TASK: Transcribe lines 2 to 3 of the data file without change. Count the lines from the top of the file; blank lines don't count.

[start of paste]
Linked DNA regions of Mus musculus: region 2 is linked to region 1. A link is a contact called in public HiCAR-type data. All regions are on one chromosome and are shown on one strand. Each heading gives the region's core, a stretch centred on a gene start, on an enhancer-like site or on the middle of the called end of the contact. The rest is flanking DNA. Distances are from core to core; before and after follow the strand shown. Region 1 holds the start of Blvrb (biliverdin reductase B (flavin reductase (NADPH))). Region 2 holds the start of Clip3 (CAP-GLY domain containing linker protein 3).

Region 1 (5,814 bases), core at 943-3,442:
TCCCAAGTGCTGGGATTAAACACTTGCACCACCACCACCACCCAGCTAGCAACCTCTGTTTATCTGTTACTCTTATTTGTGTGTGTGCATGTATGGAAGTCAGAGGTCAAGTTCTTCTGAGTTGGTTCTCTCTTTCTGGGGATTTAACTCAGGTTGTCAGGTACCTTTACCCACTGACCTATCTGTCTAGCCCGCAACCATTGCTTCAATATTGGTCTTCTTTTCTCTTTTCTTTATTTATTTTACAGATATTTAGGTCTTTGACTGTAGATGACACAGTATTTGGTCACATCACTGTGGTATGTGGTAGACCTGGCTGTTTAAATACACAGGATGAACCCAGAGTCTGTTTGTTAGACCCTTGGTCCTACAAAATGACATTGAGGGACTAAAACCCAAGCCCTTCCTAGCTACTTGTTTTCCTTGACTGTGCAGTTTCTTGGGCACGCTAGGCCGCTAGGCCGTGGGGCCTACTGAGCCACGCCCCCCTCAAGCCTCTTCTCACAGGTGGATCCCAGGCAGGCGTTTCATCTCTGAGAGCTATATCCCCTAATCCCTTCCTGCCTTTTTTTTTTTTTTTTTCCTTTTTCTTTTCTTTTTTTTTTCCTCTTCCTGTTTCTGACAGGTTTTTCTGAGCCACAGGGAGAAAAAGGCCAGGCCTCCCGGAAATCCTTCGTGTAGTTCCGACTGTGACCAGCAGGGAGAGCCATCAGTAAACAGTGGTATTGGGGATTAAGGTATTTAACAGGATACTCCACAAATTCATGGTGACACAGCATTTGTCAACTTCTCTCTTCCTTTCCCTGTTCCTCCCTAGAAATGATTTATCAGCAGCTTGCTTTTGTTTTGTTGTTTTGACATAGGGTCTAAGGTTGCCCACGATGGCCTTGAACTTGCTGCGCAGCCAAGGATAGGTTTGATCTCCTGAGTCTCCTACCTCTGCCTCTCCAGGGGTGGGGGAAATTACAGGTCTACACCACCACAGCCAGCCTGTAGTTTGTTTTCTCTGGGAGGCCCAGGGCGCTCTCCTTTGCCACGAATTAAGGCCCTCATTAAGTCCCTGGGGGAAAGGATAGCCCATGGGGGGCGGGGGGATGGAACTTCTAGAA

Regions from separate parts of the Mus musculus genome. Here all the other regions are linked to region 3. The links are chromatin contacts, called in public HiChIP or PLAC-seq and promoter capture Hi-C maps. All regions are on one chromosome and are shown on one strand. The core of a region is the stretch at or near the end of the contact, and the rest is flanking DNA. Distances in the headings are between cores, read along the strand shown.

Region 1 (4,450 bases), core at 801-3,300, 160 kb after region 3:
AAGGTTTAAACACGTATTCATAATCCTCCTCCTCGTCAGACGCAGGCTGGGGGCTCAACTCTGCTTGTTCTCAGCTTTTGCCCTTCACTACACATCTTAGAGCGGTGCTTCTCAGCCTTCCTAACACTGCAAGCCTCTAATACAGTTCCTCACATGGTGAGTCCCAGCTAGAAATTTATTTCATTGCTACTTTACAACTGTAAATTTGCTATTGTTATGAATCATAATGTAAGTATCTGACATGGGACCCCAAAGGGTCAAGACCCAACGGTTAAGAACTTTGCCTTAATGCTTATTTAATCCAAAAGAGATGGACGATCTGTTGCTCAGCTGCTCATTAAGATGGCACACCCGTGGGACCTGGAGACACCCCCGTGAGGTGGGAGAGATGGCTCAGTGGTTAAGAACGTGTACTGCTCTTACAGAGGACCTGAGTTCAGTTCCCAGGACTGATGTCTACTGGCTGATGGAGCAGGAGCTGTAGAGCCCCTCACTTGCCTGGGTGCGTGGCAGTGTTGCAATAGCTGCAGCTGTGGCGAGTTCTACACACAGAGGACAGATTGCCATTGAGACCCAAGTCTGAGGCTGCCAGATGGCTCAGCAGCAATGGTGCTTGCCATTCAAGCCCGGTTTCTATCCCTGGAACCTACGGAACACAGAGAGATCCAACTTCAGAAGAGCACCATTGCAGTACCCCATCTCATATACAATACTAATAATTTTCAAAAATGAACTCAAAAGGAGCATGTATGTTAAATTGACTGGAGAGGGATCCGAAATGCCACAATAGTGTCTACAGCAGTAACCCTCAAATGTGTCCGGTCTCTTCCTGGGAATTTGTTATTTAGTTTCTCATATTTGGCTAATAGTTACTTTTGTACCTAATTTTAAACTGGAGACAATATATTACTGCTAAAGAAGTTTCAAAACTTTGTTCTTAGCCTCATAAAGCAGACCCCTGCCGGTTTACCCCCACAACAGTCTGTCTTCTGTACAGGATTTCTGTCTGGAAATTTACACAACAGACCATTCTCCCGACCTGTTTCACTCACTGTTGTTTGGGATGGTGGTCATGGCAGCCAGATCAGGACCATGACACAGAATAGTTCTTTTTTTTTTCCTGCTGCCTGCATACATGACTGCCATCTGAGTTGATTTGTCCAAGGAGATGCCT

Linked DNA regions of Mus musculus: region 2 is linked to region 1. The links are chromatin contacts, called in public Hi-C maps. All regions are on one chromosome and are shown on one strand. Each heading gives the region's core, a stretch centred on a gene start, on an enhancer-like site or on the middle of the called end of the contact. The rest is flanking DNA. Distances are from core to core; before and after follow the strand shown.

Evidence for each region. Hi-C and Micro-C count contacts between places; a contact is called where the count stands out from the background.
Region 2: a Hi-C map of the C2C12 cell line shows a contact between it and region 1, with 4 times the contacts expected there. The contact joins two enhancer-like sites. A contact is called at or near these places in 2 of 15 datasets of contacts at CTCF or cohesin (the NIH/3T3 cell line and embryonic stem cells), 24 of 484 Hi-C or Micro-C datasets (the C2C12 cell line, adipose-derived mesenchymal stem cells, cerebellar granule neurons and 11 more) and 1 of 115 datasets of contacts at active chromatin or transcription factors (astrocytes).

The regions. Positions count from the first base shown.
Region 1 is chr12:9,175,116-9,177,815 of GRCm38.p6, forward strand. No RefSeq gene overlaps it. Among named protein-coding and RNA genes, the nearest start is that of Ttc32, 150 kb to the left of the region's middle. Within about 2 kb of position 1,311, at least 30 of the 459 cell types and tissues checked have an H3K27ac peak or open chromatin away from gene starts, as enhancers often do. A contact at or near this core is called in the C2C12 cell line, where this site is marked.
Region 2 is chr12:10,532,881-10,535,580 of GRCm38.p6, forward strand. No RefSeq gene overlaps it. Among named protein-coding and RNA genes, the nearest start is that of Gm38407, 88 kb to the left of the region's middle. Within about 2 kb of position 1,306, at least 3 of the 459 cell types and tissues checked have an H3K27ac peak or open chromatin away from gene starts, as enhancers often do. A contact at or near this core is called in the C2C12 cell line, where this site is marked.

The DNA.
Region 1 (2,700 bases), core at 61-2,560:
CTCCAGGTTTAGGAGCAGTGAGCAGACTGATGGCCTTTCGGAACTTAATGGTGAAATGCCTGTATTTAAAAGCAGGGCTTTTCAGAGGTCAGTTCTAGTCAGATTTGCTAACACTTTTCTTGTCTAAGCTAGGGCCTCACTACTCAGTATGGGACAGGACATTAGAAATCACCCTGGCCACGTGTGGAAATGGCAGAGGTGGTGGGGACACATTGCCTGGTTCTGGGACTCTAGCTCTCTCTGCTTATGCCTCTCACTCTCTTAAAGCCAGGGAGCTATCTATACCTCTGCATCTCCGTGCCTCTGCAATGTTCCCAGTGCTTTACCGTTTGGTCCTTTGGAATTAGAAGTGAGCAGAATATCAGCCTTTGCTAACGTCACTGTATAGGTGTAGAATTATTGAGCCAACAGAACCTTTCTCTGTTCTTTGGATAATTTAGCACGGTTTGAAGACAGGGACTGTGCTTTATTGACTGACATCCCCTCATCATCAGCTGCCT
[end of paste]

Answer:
Region 1 (5,814 bases), core at 943-3,442:
TCCCAAGTGCTGGGATTAAACACTTGCACCACCACCACCACCCAGCTAGCAACCTCTGTTTATCTGTTACTCTTATTTGTGTGTGTGCATGTATGGAAGTCAGAGGTCAAGTTCTTCTGAGTTGGTTCTCTCTTTCTGGGGATTTAACTCAGGTTGTCAGGTACCTTTACCCACTGACCTATCTGTCTAGCCCGCAACCATTGCTTCAATATTGGTCTTCTTTTCTCTTTTCTTTATTTATTTTACAGATATTTAGGTCTTTGACTGTAGATGACACAGTATTTGGTCACATCACTGTGGTATGTGGTAGACCTGGCTGTTTAAATACACAGGATGAACCCAGAGTCTGTTTGTTAGACCCTTGGTCCTACAAAATGACATTGAGGGACTAAAACCCAAGCCCTTCCTAGCTACTTGTTTTCCTTGACTGTGCAGTTTCTTGGGCACGCTAGGCCGCTAGGCCGTGGGGCCTACTGAGCCACGCCCCCCTCAAGCCTCTTCTCACAGGTGGATCCCAGGCAGGCGTTTCATCTCTGAGAGCTATATCCCCTAATCCCTTCCTGCCTTTTTTTTTTTTTTTTTCCTTTTTCTTTTCTTTTTTTTTTCCTCTTCCTGTTTCTGACAGGTTTTTCTGAGCCACAGGGAGAAAAAGGCCAGGCCTCCCGGAAATCCTTCGTGTAGTTCCGACTGTGACCAGCAGGGAGAGCCATCAGTAAACAGTGGTATTGGGGATTAAGGTATTTAACAGGATACTCCACAAATTCATGGTGACACAGCATTTGTCAACTTCTCTCTTCCTTTCCCTGTTCCTCCCTAGAAATGATTTATCAGCAGCTTGCTTTTGTTTTGTTGTTTTGACATAGGGTCTAAGGTTGCCCACGATGGCCTTGAACTTGCTGCGCAGCCAAGGATAGGTTTGATCTCCTGAGTCTCCTACCTCTGCCTCTCCAGGGGTGGGGGAAATTACAGGTCTACACCACCACAGCCAGCCTGTAGTTTGTTTTCTCTGGGAGGCCCAGGGCGCTCTCCTTTGCCACGAATTAAGGCCCTCATTAAGTCCCTGGGGGAAAGGATAGCCCATGGGGGGCGGGGGGATGGAACTTCTAGAA